Aimed at:- Professional trade users and confident DIYers in the know.
Pros: easy to use, strong and flexible solution. Replacing nails?
Every time I go on site these days I see yet another way in which builders’ adhesives are being used. From worktops to skirtings, adhesives are clearly replacing mechanical fixings where possible. If used properly, adhesives can be quicker and as effective as nails or screws. They are especially good where a nail might be close to a pipe or electricity cable embedded in a wall.
So the case for builders’ adhesives has been made and proven – now we are onto the second stage where the alternative and niche products are being rolled out.
Most of the builders’ adhesives I have seen or used have been a dull khaki colour or white. These colours are not a problem if the adhesive is going to be out of sight, but there are dozens of places where a clear adhesive would be invisible or nearly so – think mirrors, glass and metals for a start. Everbuild’s Clear Fix is the clear (sorry!) solution to the problem.
I was sent a couple of standard glue gun cartridges of Clear Fix to try out, and you can literally see through the plastic cartridge as though it were empty – so it seems almost invisible. Apparently, under most normal conditions, apart from extreme UV light and permanent darkness, the adhesive will retain this clarity so its look should not spoil as it ages.
We are now totally used to wonder adhesives, so we probably have high expectations of the adhesive’s bonding strength. What can also be important is that the initial “grab” should be good and the glued tile or whatever should remain in place after the adhesive has set in other words “no slump or slip”. Clear Fix, in my experience has excellent grab and no slip after the adhesive has gone off. I glued a heavy mirror into a frame with Clear Fix, supported it in place with masking tape while the glue went off – and the result was a permanent strong fix.
What makes Clear Fix even more versatile is that it can be used both indoors and outdoors and can also be applied onto slightly wet surfaces without affecting its ability to set and grip. Once set, Everbuild claims that it is weatherproof and waterproof. I have to rely on this because my test isn’t long term enough to prove it one way or another, but I doubt whether Everbuild would make a claim that they haven’t confirmed in their own research and trials.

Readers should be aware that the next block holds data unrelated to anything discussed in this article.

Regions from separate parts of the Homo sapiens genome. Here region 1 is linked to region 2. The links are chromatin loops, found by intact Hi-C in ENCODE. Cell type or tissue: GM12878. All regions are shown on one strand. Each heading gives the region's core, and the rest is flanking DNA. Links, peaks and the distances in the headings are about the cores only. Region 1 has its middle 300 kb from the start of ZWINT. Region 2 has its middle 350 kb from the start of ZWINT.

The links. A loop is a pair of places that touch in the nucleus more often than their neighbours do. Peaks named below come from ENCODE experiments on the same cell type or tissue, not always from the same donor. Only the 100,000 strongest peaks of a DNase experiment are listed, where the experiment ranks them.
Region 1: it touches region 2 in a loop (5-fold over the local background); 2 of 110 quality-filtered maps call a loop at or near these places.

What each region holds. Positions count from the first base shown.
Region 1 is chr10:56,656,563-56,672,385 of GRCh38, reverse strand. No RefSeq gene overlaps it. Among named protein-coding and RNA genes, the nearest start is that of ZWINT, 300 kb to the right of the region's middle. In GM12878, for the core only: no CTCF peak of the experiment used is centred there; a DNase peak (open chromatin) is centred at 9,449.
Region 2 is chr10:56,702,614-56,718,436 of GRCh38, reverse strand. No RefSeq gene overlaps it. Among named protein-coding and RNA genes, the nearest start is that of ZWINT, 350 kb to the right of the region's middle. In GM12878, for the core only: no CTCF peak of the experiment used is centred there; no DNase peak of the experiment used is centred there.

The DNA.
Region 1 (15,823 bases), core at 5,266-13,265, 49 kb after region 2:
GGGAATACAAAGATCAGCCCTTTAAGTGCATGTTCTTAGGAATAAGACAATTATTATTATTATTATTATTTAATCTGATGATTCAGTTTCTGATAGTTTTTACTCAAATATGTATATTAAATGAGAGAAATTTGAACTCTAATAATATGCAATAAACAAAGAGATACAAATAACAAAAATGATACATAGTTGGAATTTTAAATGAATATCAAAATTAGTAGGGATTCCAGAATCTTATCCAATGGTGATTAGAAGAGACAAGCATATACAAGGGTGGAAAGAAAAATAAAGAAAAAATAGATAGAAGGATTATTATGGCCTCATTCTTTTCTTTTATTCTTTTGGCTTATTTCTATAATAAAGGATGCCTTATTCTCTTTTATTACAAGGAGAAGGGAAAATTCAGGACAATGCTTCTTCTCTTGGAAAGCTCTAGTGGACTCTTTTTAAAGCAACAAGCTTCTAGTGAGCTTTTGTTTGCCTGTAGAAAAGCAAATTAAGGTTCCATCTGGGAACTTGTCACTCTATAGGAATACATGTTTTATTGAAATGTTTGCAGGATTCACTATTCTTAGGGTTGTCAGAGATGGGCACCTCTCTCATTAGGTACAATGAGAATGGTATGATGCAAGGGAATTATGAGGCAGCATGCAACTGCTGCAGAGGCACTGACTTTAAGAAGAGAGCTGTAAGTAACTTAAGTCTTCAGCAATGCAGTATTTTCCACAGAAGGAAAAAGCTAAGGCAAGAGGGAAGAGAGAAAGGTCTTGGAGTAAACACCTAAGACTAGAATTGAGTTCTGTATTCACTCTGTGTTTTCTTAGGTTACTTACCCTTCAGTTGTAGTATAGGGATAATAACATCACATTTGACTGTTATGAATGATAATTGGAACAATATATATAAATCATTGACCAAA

Clear Fix relies on a chemical reaction to cure so is free of solvents and can be overpainted by most paints if needed – but a quick trial of a small corner would probably be wise with some paints.
Another claim I couldn’t test is that Clear Fix can resist temperature extremes from – 40 degrees C up to +150 degrees C. However, since the glue is silicone based, this is not unusual.
Another thing that silicone is very good at resisting is a wide range of chemicals and petrol – hence its use in petrol feed pipes in cars for example. Clear Fix is resistant to many, if not most, commonly used domestic and light industrial solvents and chemicals so can be confidently used where these might be present.
Despite all of its many hi-tech virtues, application of Clear Fix is easily done with a common sealant gun. Most users will know that you have to carefully cut off the seal at the end of the cartridge and screw on the nozzle. The nozzle can then be cut to size to deliver a bigger or smaller bead according to the needs of the job in hand.
A normal range of working temperatures found indoors and out in the UK is good enough for applications, and even a little bit of damp shouldn’t stop you.
In use I found that Clear Fix has quite a reasonable body, so if needed, it can be used as a filler in small gaps. Because it is so clear it doesn’t really show up the gap as a glaring white or brown adhesive might.
Its use is also indicated on a really wide range of substrates from relatively porous plasterboard, bricks and sheet materials, to smooth materials like metals, fiberglass, tiles and glass. To me, it seems as though the Clear Fix adhesive is about as strong and versatile as it is possible to make an adhesive without being very difficult to use and apply in most situations.
I was able to do what I thought would be a good test of Clear Fix’s capabilities with a simple test. The editor’s outdoor metal postbox has lost a few panels due to age and insensitive handling from the postie. The metal surfaces to be rejoined are relatively smooth and shiny, and the resulting repair will be hung on the wall outside the front door in all sorts of weather and temperatures. Also, the metal has been bent in some places, leaving some small gaps to be filled in order for the postbox to retain its watertightness.
Applying the adhesive onto the metal was pretty straightforward with the sealant gun, but I did get a bit messy as I tried to push the panels into place. I clamped the panel into position with spring clamps once the box was reassembled. After an hour or so at room temperature the glue had cured and the result was a rigid postbox again, slightly battered, but as good as new in terms of its ability to do its job.
Cleaning up was easy – I simply used an industrial wipe to clean my hands and the box after I had finished the job.
I will be able to check on how the joints are doing on my regular visits to the ToolBusiness and Hire office.
For retailers, Clear Fix adhesive is available in a standard box of 12 cartridges and has a good shelf life of twelve months in standard conditions.